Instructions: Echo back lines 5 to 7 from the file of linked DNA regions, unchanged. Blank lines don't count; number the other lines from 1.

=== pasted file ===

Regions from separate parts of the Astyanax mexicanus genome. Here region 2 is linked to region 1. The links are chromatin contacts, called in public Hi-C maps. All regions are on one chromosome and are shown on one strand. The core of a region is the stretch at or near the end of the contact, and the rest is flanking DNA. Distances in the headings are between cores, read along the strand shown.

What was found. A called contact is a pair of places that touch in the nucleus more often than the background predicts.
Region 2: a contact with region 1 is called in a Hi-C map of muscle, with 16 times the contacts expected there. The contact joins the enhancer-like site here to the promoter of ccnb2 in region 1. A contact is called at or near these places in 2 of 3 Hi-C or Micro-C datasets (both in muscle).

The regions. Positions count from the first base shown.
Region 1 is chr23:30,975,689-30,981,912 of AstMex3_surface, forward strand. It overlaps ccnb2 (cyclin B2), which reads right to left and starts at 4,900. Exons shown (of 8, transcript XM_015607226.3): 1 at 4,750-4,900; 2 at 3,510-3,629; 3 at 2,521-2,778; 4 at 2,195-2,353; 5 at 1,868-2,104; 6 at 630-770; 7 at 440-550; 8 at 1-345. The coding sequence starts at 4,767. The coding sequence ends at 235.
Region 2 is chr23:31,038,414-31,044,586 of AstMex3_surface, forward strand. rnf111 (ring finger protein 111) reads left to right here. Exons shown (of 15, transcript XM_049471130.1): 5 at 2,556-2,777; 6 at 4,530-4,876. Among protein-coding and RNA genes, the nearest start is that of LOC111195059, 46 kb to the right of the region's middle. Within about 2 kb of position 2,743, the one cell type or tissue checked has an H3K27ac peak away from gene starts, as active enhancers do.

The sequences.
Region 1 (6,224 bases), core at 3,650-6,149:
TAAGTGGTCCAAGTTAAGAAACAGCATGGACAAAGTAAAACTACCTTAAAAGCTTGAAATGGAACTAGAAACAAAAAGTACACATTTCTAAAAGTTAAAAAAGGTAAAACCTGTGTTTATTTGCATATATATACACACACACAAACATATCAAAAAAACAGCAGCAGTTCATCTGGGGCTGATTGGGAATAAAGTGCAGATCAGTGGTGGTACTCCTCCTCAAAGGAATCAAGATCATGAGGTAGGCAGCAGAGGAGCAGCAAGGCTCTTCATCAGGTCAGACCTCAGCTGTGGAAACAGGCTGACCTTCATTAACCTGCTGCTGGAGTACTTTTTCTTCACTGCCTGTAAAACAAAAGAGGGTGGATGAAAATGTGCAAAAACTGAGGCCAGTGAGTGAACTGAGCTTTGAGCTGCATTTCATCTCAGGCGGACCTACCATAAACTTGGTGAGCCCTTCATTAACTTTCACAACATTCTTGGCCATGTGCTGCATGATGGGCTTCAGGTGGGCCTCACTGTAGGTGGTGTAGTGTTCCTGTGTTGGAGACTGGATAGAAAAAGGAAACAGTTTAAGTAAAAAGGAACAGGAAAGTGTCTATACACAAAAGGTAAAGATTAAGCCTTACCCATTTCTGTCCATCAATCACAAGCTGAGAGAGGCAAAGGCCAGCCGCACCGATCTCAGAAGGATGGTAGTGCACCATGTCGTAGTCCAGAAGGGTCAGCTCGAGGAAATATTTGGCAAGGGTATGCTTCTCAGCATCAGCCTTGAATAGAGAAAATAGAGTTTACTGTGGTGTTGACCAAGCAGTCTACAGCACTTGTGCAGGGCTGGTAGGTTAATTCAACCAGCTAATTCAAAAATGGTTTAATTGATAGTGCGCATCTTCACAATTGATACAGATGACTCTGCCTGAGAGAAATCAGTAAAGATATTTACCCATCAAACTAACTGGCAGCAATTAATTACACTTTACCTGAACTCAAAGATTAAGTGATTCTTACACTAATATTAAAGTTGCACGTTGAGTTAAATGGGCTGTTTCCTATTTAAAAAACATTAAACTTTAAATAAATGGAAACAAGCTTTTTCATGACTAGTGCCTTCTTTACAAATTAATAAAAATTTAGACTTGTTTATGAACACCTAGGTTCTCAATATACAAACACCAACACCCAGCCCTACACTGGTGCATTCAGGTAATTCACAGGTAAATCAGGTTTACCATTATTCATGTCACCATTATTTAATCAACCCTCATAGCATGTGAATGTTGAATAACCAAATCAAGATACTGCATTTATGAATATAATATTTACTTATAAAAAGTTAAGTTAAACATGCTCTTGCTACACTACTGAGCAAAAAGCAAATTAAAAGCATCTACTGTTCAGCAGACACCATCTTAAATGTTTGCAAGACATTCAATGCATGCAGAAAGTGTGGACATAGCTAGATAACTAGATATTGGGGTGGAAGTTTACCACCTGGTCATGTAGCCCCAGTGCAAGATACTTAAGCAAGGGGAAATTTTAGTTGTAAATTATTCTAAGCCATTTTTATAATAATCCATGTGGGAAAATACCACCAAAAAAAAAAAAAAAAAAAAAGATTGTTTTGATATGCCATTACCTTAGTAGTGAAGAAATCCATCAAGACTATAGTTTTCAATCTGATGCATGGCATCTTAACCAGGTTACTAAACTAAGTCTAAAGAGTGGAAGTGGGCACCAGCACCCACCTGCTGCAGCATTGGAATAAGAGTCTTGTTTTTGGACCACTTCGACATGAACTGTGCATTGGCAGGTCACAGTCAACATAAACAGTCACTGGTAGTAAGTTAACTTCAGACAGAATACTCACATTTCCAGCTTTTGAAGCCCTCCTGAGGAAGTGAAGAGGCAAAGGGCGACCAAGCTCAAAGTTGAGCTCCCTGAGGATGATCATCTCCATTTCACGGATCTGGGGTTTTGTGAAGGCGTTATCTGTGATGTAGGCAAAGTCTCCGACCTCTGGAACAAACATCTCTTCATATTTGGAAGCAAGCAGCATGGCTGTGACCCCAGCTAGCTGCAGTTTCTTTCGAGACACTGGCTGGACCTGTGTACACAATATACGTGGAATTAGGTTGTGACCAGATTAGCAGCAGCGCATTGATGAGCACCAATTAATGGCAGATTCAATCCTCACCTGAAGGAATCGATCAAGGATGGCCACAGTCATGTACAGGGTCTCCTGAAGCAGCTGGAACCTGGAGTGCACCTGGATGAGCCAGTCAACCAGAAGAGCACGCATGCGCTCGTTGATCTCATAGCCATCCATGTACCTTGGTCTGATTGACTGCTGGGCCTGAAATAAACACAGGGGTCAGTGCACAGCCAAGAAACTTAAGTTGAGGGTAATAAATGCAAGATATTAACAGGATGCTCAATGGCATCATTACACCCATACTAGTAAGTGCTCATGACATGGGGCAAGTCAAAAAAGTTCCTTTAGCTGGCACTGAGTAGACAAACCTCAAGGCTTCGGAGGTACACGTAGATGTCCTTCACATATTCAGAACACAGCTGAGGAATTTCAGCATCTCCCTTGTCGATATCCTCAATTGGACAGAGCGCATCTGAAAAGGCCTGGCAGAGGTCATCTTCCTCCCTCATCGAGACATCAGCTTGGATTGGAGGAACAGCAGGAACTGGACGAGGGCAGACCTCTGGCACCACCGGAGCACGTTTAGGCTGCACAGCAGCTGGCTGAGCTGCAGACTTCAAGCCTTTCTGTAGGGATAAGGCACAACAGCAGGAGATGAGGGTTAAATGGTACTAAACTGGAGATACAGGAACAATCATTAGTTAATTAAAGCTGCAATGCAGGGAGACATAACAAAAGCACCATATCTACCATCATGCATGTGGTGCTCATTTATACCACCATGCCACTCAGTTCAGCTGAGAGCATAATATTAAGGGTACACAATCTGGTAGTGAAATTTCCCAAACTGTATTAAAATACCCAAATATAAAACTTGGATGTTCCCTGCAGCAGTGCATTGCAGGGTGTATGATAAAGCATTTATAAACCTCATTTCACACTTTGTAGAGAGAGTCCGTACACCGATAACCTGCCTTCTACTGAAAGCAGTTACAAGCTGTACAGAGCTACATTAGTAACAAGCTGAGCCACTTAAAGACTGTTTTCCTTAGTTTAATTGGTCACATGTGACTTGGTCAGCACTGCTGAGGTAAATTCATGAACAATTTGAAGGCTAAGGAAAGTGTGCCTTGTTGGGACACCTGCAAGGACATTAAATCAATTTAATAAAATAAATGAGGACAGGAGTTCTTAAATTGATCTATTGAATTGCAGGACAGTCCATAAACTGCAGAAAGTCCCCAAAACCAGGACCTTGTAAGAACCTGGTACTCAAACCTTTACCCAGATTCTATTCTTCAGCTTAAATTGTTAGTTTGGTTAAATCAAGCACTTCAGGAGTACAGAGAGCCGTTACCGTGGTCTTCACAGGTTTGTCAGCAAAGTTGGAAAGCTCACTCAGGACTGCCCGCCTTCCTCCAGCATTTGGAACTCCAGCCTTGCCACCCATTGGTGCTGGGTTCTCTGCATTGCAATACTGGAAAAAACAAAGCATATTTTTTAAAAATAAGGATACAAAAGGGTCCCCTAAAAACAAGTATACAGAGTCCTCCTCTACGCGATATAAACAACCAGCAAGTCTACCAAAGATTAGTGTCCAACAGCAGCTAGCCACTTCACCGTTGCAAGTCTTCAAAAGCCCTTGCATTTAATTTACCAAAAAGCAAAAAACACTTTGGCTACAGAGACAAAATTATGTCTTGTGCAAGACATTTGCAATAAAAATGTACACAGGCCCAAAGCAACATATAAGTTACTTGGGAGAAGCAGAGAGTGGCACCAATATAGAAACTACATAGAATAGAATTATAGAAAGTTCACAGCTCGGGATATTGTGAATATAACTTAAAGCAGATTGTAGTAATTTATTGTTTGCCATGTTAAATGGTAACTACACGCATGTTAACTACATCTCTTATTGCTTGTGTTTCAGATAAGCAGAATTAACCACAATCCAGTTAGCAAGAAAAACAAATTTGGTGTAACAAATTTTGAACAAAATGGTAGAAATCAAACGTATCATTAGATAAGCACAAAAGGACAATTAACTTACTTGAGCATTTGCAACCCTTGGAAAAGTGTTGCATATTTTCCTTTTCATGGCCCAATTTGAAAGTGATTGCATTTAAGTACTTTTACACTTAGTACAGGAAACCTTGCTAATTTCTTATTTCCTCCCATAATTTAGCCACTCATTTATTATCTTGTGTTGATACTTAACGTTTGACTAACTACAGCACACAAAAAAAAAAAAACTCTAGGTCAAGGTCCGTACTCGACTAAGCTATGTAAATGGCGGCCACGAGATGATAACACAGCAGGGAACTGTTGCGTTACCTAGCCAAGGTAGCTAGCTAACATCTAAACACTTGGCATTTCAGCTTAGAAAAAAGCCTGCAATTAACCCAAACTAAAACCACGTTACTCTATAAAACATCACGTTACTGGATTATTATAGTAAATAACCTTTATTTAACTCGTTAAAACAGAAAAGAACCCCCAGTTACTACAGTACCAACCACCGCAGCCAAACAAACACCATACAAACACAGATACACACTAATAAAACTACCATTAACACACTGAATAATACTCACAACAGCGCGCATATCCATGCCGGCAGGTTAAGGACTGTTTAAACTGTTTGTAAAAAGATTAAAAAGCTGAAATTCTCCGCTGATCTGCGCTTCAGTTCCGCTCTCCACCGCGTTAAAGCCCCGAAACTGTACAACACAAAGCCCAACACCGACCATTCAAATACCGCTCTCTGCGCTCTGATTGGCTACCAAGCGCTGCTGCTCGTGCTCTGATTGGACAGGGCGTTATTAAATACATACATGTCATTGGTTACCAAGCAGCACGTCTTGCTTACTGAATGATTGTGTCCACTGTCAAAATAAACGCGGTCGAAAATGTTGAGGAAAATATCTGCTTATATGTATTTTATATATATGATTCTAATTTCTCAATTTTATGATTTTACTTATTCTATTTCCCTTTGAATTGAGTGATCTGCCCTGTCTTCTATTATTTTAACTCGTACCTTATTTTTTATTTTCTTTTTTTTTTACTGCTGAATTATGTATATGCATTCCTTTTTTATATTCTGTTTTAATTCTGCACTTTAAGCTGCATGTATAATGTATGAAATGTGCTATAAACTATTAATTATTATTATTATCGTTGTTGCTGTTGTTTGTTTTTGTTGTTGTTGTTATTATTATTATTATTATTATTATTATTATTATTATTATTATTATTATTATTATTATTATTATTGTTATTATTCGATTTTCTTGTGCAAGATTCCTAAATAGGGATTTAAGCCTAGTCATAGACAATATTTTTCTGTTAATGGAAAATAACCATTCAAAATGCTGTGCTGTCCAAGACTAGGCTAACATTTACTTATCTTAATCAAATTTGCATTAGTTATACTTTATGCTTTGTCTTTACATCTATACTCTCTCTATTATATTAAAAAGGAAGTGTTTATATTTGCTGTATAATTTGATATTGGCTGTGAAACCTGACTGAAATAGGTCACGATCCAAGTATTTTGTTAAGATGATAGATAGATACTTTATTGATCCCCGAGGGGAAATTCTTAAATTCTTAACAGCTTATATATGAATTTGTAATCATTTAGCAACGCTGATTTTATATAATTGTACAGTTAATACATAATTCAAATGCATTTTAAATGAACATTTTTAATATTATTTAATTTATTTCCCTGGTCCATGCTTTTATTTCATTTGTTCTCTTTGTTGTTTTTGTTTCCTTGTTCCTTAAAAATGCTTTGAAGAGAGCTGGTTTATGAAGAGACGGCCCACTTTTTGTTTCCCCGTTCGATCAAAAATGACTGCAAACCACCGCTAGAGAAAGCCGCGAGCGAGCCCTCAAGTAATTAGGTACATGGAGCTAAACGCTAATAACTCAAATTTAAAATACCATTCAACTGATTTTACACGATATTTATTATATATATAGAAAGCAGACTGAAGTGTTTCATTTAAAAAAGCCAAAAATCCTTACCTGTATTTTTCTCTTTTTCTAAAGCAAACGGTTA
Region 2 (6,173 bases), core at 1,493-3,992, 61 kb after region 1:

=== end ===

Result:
Region 1 is chr23:30,975,689-30,981,912 of AstMex3_surface, forward strand. It overlaps ccnb2 (cyclin B2), which reads right to left and starts at 4,900. Exons shown (of 8, transcript XM_015607226.3): 1 at 4,750-4,900; 2 at 3,510-3,629; 3 at 2,521-2,778; 4 at 2,195-2,353; 5 at 1,868-2,104; 6 at 630-770; 7 at 440-550; 8 at 1-345. The coding sequence starts at 4,767. The coding sequence ends at 235.
Region 2 is chr23:31,038,414-31,044,586 of AstMex3_surface, forward strand. rnf111 (ring finger protein 111) reads left to right here. Exons shown (of 15, transcript XM_049471130.1): 5 at 2,556-2,777; 6 at 4,530-4,876. Among protein-coding and RNA genes, the nearest start is that of LOC111195059, 46 kb to the right of the region's middle. Within about 2 kb of position 2,743, the one cell type or tissue checked has an H3K27ac peak away from gene starts, as active enhancers do.

The sequences.